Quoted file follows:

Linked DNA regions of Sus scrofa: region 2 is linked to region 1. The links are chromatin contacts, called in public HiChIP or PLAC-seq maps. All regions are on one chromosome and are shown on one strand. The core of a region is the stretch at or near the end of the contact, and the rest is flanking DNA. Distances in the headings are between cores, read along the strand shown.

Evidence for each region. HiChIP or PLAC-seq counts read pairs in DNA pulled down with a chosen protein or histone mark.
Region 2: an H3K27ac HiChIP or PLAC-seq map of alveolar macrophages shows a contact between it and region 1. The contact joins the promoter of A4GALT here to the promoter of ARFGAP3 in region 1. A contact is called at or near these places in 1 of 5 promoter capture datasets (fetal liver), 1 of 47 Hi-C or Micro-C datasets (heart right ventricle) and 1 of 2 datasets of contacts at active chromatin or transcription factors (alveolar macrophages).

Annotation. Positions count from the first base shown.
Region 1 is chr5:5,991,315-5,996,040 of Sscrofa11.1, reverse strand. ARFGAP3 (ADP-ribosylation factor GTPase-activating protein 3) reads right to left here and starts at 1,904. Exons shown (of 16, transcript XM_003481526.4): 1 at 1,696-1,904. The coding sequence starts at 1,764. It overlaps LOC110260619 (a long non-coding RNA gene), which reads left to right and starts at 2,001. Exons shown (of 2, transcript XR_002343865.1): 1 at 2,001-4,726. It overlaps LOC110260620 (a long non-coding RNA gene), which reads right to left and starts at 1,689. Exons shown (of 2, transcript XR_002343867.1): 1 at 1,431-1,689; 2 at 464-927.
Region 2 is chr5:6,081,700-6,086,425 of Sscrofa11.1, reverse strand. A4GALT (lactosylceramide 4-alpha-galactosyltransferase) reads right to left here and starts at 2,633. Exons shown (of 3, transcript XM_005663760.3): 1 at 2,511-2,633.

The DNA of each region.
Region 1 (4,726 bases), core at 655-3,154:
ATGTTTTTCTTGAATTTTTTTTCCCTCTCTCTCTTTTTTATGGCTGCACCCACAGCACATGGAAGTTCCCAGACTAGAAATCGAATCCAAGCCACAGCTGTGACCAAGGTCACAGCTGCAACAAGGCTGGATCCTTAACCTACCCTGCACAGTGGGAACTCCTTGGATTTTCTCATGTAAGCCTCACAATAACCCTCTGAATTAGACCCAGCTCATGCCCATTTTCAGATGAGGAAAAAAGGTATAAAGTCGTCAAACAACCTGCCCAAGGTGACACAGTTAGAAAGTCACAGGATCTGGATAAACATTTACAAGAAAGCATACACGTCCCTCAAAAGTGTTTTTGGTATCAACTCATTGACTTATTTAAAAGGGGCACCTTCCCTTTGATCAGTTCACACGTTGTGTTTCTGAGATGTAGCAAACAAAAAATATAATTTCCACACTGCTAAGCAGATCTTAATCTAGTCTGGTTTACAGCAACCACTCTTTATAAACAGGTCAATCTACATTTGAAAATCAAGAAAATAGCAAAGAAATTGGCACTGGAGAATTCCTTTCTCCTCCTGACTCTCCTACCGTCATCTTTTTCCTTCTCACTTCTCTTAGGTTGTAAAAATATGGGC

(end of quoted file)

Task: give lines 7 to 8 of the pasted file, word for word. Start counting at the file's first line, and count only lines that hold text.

The DNA of each region.
Region 1 (4,726 bases), core at 655-3,154: